Nintendo Switch To Undercut Competition On Price
An early price for Nintendo’s next gaming console, due for a March 2017 launch, suggests it will continue the company’s legacy of undermining rivals Microsoft and Sony when it comes to price.
Sources speaking to enthusiast outlet Lets Play Video Games say that UK retail chain GAME will be selling the console at a starting price of £199, with the Switch Pro controllers retailing for an additional £39.99.
At today’s exchange rates, this roughly approximates to an Australian RRP of $330. However, a $350 price-point seems prove more likely among Australian retailers.
This puts it in line with its immediate predecessor, the Wii-U, which launched at $349.95 back in 2014.
Given the original Wii undercut the Playstation 3 and Xbox 360 by approximately $300 and went on the outsell both – shipping a total of 101.52 million consoles worldwide – a low Switch price is a savvy move by Nintendo.
According to Shannon Grixti, editor and owner of popular Australian gaming site Press Start Australia, “Nintendo’s main issue with the Switch is getting people to NEED it.”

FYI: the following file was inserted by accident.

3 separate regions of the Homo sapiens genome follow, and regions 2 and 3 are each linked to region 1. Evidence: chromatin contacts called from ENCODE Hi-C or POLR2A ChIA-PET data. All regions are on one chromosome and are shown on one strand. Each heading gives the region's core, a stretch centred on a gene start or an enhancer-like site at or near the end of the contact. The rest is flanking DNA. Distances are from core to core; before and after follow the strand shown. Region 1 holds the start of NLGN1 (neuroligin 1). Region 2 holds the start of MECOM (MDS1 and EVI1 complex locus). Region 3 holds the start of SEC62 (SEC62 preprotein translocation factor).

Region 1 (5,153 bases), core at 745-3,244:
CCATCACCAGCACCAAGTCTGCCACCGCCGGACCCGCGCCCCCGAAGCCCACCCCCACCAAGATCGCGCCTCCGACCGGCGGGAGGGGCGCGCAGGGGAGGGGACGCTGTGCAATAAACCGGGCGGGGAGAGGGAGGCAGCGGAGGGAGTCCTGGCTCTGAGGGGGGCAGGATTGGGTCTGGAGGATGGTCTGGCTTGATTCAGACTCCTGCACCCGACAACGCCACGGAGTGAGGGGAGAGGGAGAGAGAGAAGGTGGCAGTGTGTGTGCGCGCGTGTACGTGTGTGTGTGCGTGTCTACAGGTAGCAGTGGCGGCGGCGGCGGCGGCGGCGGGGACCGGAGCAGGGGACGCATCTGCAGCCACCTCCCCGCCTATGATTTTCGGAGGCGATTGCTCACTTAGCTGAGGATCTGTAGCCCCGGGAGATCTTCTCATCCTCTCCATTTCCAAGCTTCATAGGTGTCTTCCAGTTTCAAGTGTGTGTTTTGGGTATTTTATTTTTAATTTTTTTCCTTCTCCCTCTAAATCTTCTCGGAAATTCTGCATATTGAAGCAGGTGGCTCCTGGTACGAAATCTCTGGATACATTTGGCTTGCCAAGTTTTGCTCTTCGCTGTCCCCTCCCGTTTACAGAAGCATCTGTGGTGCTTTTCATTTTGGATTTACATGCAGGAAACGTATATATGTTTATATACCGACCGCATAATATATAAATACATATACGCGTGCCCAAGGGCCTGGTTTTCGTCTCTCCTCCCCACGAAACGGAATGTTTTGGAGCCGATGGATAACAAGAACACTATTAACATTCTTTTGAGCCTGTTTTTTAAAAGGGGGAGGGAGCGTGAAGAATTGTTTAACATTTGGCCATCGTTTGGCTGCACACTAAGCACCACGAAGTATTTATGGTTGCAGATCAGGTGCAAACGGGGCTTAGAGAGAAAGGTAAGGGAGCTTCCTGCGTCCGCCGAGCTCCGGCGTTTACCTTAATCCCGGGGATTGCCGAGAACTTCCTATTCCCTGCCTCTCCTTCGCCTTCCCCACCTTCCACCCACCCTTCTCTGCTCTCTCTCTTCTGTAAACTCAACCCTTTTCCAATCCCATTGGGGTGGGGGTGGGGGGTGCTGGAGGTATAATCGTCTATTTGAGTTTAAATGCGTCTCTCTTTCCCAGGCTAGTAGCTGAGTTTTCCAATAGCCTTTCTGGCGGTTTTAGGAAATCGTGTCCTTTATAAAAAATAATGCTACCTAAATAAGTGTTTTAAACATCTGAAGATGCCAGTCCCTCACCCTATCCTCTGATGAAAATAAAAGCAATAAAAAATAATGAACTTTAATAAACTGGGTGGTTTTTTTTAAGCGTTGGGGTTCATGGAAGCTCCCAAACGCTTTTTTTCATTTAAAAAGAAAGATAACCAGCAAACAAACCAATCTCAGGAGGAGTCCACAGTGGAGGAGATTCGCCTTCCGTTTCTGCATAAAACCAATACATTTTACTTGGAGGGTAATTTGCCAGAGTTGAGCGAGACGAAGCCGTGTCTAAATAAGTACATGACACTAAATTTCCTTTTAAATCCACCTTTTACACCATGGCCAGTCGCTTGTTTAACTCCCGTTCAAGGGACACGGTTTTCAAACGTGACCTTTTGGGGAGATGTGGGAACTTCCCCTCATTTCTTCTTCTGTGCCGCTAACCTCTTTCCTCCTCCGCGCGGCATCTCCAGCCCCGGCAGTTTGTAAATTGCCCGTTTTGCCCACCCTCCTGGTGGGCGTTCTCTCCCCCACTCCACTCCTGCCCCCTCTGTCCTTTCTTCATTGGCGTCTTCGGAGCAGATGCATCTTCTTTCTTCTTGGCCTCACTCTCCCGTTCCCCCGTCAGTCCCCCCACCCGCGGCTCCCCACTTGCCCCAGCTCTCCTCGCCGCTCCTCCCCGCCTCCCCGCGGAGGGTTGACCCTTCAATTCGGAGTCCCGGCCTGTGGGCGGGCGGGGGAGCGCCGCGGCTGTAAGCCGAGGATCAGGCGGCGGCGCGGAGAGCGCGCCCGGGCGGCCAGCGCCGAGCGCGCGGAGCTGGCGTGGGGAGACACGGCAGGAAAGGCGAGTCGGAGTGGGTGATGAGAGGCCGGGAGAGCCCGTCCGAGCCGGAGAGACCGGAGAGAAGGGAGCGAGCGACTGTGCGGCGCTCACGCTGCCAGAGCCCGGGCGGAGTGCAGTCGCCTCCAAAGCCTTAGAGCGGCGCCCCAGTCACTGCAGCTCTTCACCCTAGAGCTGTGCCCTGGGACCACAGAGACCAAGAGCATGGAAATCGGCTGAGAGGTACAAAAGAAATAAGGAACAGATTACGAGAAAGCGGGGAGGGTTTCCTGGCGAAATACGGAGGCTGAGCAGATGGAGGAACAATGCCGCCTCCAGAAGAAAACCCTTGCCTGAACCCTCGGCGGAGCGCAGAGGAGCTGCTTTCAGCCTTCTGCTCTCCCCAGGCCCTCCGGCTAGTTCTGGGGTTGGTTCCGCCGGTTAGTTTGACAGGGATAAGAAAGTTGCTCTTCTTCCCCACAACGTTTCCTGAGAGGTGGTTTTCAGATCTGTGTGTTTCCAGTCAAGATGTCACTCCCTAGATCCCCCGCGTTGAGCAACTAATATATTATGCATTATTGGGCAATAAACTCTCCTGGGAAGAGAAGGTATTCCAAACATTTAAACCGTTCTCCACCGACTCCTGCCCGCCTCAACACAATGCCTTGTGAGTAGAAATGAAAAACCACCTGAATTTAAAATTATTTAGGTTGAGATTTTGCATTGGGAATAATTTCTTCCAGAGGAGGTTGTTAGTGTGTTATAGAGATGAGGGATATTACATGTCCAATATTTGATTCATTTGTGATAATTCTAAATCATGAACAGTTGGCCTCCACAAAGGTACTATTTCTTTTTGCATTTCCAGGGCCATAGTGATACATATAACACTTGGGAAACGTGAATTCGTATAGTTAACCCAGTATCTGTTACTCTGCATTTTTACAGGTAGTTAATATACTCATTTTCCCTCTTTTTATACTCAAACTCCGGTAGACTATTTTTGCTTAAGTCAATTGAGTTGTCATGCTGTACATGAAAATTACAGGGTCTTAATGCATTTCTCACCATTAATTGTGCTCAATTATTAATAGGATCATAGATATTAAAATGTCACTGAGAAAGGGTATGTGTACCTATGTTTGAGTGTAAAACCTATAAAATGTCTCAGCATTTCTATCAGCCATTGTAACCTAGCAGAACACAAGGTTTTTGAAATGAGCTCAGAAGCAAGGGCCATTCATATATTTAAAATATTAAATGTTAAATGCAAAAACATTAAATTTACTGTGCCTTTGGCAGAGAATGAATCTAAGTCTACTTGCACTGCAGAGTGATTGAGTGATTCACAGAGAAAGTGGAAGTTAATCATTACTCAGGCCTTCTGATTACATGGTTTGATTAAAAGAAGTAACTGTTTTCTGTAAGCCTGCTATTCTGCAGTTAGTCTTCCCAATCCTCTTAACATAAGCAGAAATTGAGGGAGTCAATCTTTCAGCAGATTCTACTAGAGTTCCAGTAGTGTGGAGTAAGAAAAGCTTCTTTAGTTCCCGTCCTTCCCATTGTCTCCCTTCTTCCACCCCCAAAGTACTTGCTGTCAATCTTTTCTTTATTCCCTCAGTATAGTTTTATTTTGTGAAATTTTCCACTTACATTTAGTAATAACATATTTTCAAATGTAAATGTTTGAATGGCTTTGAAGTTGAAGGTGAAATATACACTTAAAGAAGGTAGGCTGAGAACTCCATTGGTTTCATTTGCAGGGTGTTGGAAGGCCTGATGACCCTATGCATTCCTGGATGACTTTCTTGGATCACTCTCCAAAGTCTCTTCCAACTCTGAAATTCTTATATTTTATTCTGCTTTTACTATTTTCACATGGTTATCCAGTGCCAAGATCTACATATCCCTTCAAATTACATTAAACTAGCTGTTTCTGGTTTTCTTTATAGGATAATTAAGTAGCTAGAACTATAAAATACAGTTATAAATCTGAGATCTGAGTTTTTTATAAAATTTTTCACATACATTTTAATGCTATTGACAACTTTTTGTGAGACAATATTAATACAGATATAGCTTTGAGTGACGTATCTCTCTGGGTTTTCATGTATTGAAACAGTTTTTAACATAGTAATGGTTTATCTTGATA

For the Switch to take off among typical gaming audiences, he says, it needs to capture the same excitement as the NES Classic Mini did earlier this week.
“Nobody knew about it three weeks ago, but now everybody feels like they NEED it and will buy it regardless of price.”
The NES Classic Mini launched earlier this week to overwhelming demand, draining Amazon’s stock of the console in less than sixty seconds and bringing down the EB Games website yesterday.
Shannon says he hasn’t “seen enough yet to convince me that the Switch is going to be a better value proposition than the Wii U. Even if [third parties] get on board, people already own a PS4 and Xbox One which are both more powerful.”
“At the end of the day, price will help but it’s not enough to get people to buy in. The Wii U has come down quite a few times and I know people that still haven’t bitten.”
Still, it’s worth considering the state of console gaming. Both the Playstation 4 and Xbox One have been on shelves for two years now. A lower-than-expected pricepoint might be all Nintendo’s next console needs to break through that stagnation and encourage a swell of early adopters.